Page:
Some Games Never Get Old

The stock market shenanigans from May 6, 2010 have reemerged.  If the 24-hour news cycle has overwhelmed you, this was the escapade where Procter & Gamble, 3M, Accenture and others lost large chunks of their stock value, to quickly rebound.  Some bluster was made about the robots of trading with their sinister stop-loss orders and other jingoistic Wall Street slang.  And while Mr. Felix makes vague allusion to it, the real nut of this story was never covered.  Not even touched upon.

Who bought all that valuable stock on the cheap?  Accenture is the most crass example.  Falling from $40.13 all the way to One Red Cent, before rebounding nicely to $39.57.  Well, this tale of absolute graft and market gaming is back in the news.  Seems we’ve got a button man, Waddell & Reed Financial Inc.  A single trade from this shop sent the market tumbling.  Big whoop.  Cui bono?  I can pull out the cryptojournalist ouija board, which has a few extra emoticons and some vague mannerisms on the board, to really trip out the uninitiated and tell you exactly how this will play out.

Some mild critique of how business is transacted.  A few weak shit suggestions.  The 24-hour news cycle rumbles on, up next with footage of the Brown family from TLC’s new hit series, Sister Wives.

TOTALLY missing the point of what took place.  Sure, there’s a hole to plug in electronic trading.  Get cracking.  More importantly, an enormous transfer of wealth took place under stealth.  This story has been floating in time for almost two centuries.  Yeah, that’s right.  I’m taking it there.  All the way back to Waterloo.

If the New York Times is reporting on it 98 years ago, this ain’t new news.  It IS most pertinent, because it’s essentially the same tale.  Exploiting communication flaws in the system to personal gain.  When Nathan Rothschild gamed the London Stock Exchange, burning share holders by selling stocks, prompting a panic, then buying low, he wrote the script for countless Hollywood movies.  It was the blueprint for graft.  Inside information is worth its weight in gold.  REAL gold, not that gold plated tungsten garbage floating around the globe.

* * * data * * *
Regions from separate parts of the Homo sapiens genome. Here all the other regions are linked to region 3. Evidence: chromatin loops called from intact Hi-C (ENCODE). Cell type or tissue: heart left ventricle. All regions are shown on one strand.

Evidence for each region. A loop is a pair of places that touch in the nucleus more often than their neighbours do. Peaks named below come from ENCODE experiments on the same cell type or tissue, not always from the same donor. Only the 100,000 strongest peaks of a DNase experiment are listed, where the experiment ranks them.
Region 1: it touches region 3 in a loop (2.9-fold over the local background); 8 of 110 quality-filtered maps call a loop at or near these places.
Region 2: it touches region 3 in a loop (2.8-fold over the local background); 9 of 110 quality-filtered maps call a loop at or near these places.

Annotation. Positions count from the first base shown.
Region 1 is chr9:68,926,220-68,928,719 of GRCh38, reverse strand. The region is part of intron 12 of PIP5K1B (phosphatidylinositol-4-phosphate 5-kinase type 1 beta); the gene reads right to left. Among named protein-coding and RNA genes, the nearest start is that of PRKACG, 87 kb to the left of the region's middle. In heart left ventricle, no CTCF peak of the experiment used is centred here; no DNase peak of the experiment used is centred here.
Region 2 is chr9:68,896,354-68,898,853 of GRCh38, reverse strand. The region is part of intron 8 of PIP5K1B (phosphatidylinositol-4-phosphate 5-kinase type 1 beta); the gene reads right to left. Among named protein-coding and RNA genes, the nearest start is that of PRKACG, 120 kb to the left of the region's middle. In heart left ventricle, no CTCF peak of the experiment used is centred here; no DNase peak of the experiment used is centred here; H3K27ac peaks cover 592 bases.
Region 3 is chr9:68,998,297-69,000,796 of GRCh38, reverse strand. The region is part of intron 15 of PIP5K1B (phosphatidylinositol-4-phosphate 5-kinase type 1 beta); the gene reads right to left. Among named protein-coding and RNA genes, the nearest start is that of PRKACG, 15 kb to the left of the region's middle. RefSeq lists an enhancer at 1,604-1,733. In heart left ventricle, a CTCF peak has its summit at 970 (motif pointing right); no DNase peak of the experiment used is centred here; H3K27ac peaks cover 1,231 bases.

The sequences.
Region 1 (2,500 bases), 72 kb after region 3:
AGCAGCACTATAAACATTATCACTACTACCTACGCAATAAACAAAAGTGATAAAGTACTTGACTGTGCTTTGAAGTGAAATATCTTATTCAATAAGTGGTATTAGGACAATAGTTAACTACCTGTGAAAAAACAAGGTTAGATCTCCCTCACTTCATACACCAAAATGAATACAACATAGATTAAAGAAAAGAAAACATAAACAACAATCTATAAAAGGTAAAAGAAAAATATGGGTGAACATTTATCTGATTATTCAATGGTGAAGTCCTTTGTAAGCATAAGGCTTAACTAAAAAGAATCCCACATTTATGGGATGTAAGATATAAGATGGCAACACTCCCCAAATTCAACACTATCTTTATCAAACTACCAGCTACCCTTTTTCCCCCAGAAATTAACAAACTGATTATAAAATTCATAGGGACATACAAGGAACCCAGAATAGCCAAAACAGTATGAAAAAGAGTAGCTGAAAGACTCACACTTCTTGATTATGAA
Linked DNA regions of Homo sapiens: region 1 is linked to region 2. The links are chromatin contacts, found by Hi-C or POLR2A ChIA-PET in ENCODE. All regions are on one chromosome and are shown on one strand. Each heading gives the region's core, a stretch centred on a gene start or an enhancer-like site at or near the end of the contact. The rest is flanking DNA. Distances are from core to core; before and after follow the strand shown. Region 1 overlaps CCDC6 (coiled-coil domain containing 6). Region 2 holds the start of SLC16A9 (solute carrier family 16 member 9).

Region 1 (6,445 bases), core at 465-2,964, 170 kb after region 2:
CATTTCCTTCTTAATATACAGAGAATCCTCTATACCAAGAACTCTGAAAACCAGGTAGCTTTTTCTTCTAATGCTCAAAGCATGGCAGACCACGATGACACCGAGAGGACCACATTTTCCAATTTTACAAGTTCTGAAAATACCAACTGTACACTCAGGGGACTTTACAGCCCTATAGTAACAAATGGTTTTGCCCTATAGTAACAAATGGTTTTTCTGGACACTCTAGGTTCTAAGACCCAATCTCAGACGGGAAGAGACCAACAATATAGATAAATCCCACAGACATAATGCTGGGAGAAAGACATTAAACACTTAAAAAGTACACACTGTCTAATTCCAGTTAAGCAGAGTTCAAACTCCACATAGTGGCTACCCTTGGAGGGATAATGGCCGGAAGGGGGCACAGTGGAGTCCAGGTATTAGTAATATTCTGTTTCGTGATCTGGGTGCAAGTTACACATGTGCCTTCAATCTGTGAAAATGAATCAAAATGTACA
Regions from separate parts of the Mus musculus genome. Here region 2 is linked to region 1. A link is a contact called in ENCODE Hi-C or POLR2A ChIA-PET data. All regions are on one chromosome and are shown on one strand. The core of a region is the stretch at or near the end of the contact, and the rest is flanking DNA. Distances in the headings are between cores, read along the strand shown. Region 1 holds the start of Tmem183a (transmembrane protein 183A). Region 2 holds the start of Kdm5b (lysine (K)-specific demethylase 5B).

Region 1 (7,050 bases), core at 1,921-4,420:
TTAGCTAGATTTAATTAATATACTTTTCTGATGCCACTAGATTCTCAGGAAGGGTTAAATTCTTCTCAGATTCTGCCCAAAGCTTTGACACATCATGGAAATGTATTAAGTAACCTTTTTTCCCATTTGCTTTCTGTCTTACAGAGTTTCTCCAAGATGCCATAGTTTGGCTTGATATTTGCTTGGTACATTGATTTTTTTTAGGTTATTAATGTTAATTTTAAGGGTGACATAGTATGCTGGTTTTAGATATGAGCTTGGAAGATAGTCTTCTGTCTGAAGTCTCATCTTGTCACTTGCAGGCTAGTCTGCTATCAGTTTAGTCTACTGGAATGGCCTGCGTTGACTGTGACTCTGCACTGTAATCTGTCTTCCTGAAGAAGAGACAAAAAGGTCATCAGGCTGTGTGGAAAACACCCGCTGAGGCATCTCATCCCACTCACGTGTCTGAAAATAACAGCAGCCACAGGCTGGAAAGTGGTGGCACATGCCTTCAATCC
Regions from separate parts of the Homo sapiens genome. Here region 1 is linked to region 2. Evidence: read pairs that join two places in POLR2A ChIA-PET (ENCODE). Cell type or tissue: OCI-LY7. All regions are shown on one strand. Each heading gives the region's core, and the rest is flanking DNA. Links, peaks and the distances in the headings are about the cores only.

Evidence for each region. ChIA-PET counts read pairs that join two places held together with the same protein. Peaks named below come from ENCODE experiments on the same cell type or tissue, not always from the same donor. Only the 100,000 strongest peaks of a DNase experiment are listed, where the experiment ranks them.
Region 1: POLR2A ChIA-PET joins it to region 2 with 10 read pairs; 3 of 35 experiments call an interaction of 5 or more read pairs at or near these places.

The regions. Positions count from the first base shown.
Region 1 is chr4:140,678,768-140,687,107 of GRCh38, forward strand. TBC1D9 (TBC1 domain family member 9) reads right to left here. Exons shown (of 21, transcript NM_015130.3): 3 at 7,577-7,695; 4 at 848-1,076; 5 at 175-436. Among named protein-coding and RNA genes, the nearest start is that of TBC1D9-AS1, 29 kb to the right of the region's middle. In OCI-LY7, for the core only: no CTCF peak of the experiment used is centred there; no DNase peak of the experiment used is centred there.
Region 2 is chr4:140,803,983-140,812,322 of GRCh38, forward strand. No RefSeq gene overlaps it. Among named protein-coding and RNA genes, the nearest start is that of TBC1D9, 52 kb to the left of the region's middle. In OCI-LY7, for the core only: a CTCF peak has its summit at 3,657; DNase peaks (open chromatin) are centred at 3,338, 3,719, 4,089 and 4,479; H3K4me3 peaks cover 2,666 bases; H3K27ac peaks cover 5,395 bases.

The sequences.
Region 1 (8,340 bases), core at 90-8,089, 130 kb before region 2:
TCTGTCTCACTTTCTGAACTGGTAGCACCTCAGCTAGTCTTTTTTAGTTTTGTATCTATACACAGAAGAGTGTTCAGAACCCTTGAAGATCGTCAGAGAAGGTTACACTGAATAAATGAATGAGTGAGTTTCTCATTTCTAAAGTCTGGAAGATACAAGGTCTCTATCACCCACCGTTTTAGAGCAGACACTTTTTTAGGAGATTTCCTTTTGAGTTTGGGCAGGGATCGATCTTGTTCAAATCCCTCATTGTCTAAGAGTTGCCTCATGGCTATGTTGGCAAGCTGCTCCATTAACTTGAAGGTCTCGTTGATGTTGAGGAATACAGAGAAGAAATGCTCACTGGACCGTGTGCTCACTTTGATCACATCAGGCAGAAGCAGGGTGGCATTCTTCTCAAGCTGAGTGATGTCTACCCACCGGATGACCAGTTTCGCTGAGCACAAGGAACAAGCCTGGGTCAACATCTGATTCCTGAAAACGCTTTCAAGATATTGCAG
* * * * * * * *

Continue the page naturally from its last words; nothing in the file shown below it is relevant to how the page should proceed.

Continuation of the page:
I've seen this somewhere else......

THIS is exactly why more and more people tune out of the news in general.  This is a real story, big time shenanigans.  Not cheeky and fun shenanigans.  No, we’re talking about evil shenanigans.

Reporting on an enormous stock heist while tiptoeing around the nut of the matter is silly.  While it’s fun to joke and jest, reminisce about how funny Super Troopers is, the same game is being played.  Moments like this make me wish it really were a conspiracy, rather than a large mass of people to blind to see whats going on right in front of them.  It would be like reporting on a solar eclipse without making mention of the sun.  The transaction itself is the story.  Who got in on the cheap?  That’s always been the question, now I’d like to see some answers.  Till then, keep your eyes on the ball, with your hands to the sky.  Now bend over to the front, touch your toes!

Lil Jon? YEAHH!!! Where were you May 6? WHAT!!?!?!?

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One Response to “Some Games Never Get Old”

  1. What reason other than tax evisoan could there be for Goldman Sachs Group to set up three subsidiaries in Bermuda, 5 in Mauritius 15 in Cayman Islands? Why did Countrywide Financial need 2 subsidiaries in Guernsey? Why did Wachovia need 18 subs in Bermuda, 3 in the British Virgin Islands, and 16 in the Caymans? Why did Lehman Brothers need 31 subs in the Caymans? What do Bank of America’s 59 subs in the Caymans actually do? And AIG, why does it have 18 subsidiaries in tax-haven countries?

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